JC: I also hear these stories, but I have not yet seen convincing evidence to support this. Generally, SMEs enjoy a preferential status in most of the prudential rules currently in place. Banks are required to set aside lower capital requirements for their exposures to SMES than compared to non-SME corporates and the new Basel III rules have also lowered such requirements and I think we have found a good balance.
DP: Are there any aims to reform Basel rules in the mid to long-term future?
JC: Our main focus now should be to implement the Basel framework in the EU. This framework is of a more structural nature and enhances the existing regulation by bringing about more risk sensitivity, and replacing some parts of it, such as the market risk regime, that proved inadequate during the global financial crisis. Overall, the new framework has been a major improvement.
It is, nonetheless, clear that the COVID-19 pandemic has served as a stress test of the system. Like any crisis is a good opportunity to reflect, learn what has worked well and what may need improvements, and extract lessons for the future. The usability of the different capital buffers that are currently in the regulation is one of those areas. However, at this moment my impression is that we would only be talking about a fine-tuning of the Basel framework, as the overall design has proven robust and should remain unchanged.
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Testing the banks’ capital positions post financial crisis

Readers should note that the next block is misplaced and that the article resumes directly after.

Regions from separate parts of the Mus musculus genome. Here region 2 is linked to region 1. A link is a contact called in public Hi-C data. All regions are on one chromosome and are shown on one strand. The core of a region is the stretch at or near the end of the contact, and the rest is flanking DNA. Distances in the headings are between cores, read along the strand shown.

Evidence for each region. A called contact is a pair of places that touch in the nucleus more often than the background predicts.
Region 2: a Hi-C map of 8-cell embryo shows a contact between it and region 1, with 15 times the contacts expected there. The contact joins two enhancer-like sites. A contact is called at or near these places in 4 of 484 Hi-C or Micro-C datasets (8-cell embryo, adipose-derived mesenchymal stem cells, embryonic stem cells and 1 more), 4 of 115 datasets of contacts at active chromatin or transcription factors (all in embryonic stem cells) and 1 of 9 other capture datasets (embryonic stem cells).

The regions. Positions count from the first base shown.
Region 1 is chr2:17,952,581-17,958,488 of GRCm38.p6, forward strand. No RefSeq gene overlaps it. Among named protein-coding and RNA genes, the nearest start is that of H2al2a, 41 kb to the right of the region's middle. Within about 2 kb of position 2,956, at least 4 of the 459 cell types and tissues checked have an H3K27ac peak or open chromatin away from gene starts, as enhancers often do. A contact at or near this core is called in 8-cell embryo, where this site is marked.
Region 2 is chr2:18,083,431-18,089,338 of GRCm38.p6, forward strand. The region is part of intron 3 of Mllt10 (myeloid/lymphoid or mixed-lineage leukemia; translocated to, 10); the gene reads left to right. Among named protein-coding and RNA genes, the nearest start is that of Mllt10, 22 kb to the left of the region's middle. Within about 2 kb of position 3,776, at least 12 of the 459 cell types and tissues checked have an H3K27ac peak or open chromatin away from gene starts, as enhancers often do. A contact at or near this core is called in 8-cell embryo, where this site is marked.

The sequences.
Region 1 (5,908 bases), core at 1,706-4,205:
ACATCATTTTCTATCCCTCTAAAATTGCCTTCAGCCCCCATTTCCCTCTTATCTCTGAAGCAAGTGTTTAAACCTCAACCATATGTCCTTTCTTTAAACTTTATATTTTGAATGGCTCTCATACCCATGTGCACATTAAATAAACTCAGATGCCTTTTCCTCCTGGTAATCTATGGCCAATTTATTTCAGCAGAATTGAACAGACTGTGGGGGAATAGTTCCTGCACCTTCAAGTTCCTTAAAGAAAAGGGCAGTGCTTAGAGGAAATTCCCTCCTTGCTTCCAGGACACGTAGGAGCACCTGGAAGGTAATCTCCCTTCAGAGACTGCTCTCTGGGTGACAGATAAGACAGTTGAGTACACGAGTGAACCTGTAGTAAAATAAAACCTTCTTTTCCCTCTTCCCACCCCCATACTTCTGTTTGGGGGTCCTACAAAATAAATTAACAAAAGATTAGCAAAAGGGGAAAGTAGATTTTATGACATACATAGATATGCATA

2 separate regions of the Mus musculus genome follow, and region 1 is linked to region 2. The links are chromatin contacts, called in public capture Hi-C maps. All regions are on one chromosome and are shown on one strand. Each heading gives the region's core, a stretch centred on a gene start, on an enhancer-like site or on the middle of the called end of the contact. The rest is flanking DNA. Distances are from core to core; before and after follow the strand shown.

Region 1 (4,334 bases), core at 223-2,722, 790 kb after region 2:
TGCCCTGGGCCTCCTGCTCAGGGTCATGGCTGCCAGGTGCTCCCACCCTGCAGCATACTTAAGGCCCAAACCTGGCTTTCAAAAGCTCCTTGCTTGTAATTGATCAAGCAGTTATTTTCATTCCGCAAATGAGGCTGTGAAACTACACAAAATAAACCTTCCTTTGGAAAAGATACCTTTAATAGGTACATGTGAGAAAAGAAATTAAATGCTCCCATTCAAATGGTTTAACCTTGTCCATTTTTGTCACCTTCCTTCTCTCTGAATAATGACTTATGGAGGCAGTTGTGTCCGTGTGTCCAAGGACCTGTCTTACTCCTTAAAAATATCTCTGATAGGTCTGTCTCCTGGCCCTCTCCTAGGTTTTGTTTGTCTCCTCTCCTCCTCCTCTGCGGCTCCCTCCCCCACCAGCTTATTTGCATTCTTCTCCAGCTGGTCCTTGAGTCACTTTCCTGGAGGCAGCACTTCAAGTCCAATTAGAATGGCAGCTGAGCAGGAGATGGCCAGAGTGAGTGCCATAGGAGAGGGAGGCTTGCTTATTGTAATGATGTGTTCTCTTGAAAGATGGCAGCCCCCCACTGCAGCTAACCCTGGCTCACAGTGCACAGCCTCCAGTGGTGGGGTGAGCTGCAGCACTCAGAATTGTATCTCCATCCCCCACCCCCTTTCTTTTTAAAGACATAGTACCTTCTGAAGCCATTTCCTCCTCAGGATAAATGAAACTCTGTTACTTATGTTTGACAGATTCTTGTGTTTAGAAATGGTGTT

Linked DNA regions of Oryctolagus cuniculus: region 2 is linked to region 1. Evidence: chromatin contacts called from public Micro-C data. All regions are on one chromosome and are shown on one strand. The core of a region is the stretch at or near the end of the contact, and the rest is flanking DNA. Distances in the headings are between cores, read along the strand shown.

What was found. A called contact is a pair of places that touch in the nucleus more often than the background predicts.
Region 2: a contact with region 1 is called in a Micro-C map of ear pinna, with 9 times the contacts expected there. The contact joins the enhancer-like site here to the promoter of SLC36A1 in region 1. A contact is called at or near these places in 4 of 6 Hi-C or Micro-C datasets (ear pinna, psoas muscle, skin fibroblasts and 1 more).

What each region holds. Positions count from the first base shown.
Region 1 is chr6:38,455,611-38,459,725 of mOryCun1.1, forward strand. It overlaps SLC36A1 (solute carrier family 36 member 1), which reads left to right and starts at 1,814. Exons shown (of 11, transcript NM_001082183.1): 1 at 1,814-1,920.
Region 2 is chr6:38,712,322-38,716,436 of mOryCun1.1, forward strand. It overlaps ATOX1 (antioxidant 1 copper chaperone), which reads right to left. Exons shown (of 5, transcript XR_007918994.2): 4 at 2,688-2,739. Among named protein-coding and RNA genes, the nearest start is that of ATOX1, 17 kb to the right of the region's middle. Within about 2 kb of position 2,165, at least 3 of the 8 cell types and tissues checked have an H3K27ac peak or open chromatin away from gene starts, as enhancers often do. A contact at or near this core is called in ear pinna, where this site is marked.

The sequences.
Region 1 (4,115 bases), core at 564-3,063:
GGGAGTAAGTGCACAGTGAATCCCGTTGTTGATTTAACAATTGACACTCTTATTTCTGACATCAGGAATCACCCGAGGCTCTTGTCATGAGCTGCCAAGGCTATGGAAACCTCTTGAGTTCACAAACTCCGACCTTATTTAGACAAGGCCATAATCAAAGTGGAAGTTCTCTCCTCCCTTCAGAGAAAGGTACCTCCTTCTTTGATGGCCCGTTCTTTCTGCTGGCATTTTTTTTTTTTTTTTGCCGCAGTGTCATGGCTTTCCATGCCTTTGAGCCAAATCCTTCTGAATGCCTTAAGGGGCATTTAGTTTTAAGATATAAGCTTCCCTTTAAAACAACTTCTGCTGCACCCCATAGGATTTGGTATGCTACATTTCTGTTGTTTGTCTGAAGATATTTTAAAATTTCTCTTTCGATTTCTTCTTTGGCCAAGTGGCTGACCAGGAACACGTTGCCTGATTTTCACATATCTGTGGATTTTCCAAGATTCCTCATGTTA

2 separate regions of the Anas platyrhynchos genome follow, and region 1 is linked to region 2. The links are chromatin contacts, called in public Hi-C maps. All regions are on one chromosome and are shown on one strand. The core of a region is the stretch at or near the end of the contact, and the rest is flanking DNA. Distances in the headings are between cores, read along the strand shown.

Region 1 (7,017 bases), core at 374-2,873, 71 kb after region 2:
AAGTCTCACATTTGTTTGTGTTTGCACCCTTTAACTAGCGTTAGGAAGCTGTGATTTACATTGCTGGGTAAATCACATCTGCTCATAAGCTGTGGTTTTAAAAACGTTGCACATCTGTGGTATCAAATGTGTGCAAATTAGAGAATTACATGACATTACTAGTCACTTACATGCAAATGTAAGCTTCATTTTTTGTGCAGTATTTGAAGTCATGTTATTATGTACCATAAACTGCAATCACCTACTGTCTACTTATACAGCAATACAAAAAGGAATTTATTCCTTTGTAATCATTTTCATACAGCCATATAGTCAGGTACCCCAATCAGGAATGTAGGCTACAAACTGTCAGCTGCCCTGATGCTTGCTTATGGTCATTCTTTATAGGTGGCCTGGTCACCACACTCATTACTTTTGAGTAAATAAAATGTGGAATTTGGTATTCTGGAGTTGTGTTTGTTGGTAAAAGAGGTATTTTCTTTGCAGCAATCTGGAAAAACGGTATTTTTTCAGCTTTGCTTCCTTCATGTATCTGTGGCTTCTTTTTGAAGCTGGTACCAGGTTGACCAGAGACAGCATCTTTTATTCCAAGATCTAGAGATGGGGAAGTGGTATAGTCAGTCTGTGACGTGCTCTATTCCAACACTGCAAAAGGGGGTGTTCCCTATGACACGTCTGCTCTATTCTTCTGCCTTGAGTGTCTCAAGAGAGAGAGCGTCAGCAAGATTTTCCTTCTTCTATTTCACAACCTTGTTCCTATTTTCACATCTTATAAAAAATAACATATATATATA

DP: What has the EBA been doing to ensure banks have strengthened their capital position since the 2008 financial crisis?
JC: Since the great financial crisis, European banks have substantially strengthened their capital positions. The Common Equity Tier 1 (CET1) ratio rose from an average of 9% in 2009 to nearly 15% in Q4 2019. It is not only the quantity of capital, but the quality of capital that has also improved and these has been one of the key areas of focus for the EBA since its inception. Since 2010, the EBA, and its predecessor CEBS, has coordinated and conducted five stress test exercises aimed at assessing the resilience of EU banks to a common set of adverse economic developments. These exercises identified potential risks to the adequacy of capital positions of EU banks, and have been an important supervisory tool and an input for the Pillar 2 capital assessment of banks. Stress test results have led to recommendations to improve banks’ capital positions where weaknesses have been identified.
Covid-19 stress testing – do banks have sufficient liquidity and capital buffers?
DP: The EBA recently delivered a preliminary assessment of the impact of COVID-19. What were the key findings and what are the next priorities as we come out of this pandemic?
JC: EU banks have entered the COVID-19 crisis with relatively sound liquidity and capital buffers. These buffers have been rather resilient in the initial stage of the unfolding crisis. We performed a vulnerability assessment of the status of the banking sector, taking as the initial point the outcome of our latest stress tests in the industry and updating with some additional sensitivities from the impact of COVID-19 and the overall assessment was that the banking sector as a whole could support the expected downturn.